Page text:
Regulatory, Licensing

Dashcams raise privacy issues for car dealerships

By Staff

Car dealerships should be aware of their responsibilities to customers when it comes to privacy, Toronto licensing and compliance lawyer Anar Dewshi tells

Although Ontario is not one of the provinces with its own private sector privacy law, Dewshi, principal of Dewshi Law Practice, says that businesses are still covered by the federal Personal Information Protection and Electronic Documents Act (PIPEDA), which applies to personal information held by private sector organizations that are not federally regulated, and who engage in commercial, for-profit activities.

“Car dealerships who operate in Ontario engage in commercial activity — which is defined under PIPEDA as any particular transaction, act, or conduct, or any regular course of conduct that is of a commercial character — are subject to the PIPEDA,” she says.

The CBC recently reported on the concerns of a man whose dashboard cameras were twice switched off while his car underwent work at a car dealership.

According to the story, a mechanic was shown on the footage noticing the cameras and then turning them off.

"Well, that kind of raises a flag," the car’s owner told the CBC. "Now I don't know what happened to my car for that time being. It's under their control now. They could do anything — they could speed off with it, they could have damages done to it. I don't know."

The man complained to the dealership, only to return for a second visit, following which he discovered an employee had not only turned off the cameras but had also deleted video files from the equipment.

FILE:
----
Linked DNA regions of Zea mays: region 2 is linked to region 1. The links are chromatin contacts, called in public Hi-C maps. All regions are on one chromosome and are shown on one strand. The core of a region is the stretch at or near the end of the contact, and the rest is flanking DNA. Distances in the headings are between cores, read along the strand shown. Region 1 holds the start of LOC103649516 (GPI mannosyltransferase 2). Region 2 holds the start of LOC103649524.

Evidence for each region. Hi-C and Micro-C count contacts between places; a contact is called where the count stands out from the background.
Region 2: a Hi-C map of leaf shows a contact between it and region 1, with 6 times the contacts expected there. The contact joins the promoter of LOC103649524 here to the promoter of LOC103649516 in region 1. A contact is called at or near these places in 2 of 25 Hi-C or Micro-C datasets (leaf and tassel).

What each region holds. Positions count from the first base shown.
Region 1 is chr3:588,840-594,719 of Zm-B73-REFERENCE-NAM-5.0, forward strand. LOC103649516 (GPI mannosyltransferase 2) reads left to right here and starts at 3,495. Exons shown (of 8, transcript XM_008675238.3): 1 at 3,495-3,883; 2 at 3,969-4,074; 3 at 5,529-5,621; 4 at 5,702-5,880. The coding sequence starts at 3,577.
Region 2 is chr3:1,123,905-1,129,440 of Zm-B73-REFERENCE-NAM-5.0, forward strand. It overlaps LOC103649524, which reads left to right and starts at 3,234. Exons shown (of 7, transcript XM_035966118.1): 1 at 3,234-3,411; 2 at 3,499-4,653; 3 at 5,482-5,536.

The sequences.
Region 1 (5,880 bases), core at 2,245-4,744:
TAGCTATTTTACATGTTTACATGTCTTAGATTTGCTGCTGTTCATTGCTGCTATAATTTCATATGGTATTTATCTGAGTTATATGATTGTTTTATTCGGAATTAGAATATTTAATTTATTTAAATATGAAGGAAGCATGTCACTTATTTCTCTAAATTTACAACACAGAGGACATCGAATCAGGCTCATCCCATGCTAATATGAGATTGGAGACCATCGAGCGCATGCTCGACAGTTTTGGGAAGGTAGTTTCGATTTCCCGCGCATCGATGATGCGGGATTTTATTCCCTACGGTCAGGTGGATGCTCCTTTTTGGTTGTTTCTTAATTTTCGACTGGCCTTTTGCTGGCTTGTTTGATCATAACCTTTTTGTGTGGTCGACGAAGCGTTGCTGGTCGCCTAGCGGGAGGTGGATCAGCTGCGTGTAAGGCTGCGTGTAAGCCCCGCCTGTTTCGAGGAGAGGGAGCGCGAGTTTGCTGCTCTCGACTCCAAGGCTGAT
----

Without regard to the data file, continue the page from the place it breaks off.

"This is raising a concern with privacy because I have my family in my car and we have conversations,” the owner told the news outlet. “[The employee] actually had to go through footage to find their own footage to delete and this is a 100 per cent no-no, like you can't access people's private information to get rid of your own footage."

The Ontario Motor Vehicle Industry Council (OMVIC), the provincial regulator of car dealerships and salespersons in Ontario, provides guidance as to how these companies ought to handle personal information, the manner in which it is collected, and how it is used by businesses, and Dewshi says PIPEDA broadly defines personal information.

“It includes any factual or subjective information, whether recorded or not, about an identifiable individual,” she says, noting that it could include a person’s age, name, ID numbers, income, ethnic origin, opinions, evaluations, comments, and social status, among many other things.

As a result, there’s a strong argument to be made that PIPEDA applied in this instance, Dewshi says, noting there is a precedent of the privacy commissioner exercising jurisdiction over car dealerships.

She says there would likely have been no legal privacy issue had the mechanic stopped the recording without going any further, but that the action could still have serious ramifications for the business.

“Actions like this make a consumer question the business practices by the dealership and can jeopardize their reputation, integrity and transparency,” Dewshi says.

Dealerships are entitled to have a policy for turning off recording devices while mechanics complete work on a vehicle, she adds.

“However, the best practice is to ensure that the consumer is aware of this and the company obtains explicit consent from the vehicle's owner to turn off the recording,” Dewshi says.

The deletion of files from the video equipment could cause issues for the dealership since the process of removing the footage would likely have required the mechanic to review the customer’s personal information, she says.

“There is no requirement under PIPEDA that the personal information must be recorded, so simply the act of watching the footage could be a violation,” Dewshi says.

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